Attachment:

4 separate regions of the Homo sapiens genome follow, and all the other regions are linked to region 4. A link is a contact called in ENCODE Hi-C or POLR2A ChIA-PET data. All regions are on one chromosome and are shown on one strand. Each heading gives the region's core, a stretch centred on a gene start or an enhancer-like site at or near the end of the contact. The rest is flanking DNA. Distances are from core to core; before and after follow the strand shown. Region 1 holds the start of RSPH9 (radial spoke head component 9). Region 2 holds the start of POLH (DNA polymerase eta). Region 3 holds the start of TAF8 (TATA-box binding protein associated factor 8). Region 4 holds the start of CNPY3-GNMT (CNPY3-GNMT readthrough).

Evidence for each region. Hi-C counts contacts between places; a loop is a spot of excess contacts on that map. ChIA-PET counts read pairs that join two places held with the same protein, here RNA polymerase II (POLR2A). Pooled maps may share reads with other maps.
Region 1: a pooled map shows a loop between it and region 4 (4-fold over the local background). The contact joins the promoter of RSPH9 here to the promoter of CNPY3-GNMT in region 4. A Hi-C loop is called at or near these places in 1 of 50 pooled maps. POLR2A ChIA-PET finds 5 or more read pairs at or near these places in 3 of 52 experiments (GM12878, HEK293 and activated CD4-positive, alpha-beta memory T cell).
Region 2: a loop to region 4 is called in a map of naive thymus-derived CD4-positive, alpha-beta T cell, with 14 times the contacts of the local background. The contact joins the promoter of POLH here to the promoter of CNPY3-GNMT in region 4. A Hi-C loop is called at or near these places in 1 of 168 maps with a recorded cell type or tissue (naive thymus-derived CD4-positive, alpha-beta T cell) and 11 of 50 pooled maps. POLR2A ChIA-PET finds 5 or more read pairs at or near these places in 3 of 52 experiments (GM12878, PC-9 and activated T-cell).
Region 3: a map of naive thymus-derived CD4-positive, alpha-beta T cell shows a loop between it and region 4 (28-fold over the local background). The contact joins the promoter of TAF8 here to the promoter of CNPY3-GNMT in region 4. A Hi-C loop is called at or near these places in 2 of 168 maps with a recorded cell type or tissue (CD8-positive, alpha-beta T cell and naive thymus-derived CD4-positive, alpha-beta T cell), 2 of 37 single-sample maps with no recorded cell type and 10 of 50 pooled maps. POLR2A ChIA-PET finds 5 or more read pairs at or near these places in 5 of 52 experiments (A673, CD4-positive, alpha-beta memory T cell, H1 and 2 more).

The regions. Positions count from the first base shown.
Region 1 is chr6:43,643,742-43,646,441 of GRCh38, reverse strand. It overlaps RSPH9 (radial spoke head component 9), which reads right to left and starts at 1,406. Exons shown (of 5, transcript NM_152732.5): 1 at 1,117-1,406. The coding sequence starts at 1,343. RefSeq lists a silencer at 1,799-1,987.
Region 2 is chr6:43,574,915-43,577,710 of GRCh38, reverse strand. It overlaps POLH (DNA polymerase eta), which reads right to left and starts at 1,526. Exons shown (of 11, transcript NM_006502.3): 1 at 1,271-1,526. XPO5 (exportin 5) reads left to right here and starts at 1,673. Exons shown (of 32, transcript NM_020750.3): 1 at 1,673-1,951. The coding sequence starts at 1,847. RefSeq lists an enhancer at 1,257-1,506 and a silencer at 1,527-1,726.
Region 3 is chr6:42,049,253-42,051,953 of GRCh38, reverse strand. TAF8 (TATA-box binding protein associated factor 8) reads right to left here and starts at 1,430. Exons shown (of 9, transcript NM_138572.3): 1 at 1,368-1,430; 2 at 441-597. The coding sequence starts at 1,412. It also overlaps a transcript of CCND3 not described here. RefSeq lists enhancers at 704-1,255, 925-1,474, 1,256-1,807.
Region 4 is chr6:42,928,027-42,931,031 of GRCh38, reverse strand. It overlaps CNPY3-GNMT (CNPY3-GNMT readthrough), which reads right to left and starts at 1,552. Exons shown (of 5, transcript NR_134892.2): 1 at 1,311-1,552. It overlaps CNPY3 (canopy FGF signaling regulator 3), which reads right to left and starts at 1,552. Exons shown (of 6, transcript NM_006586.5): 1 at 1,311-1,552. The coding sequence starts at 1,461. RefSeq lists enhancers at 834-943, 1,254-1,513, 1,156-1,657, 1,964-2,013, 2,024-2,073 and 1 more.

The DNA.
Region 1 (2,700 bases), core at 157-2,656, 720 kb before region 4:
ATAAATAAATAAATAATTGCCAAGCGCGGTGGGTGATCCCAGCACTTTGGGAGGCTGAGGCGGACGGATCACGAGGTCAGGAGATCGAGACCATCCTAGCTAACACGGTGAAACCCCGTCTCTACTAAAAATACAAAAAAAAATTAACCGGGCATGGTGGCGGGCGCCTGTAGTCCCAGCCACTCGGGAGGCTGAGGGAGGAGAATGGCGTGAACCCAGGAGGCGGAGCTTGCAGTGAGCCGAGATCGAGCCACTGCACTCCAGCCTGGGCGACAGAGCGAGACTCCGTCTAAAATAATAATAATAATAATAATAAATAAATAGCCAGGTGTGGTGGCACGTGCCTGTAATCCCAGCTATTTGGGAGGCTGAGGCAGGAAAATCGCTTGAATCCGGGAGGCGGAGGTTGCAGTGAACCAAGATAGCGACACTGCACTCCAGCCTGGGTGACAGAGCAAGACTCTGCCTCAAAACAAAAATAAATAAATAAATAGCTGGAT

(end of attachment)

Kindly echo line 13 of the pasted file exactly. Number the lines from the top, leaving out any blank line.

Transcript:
ATAAATAAATAAATAATTGCCAAGCGCGGTGGGTGATCCCAGCACTTTGGGAGGCTGAGGCGGACGGATCACGAGGTCAGGAGATCGAGACCATCCTAGCTAACACGGTGAAACCCCGTCTCTACTAAAAATACAAAAAAAAATTAACCGGGCATGGTGGCGGGCGCCTGTAGTCCCAGCCACTCGGGAGGCTGAGGGAGGAGAATGGCGTGAACCCAGGAGGCGGAGCTTGCAGTGAGCCGAGATCGAGCCACTGCACTCCAGCCTGGGCGACAGAGCGAGACTCCGTCTAAAATAATAATAATAATAATAATAAATAAATAGCCAGGTGTGGTGGCACGTGCCTGTAATCCCAGCTATTTGGGAGGCTGAGGCAGGAAAATCGCTTGAATCCGGGAGGCGGAGGTTGCAGTGAACCAAGATAGCGACACTGCACTCCAGCCTGGGTGACAGAGCAAGACTCTGCCTCAAAACAAAAATAAATAAATAAATAGCTGGAT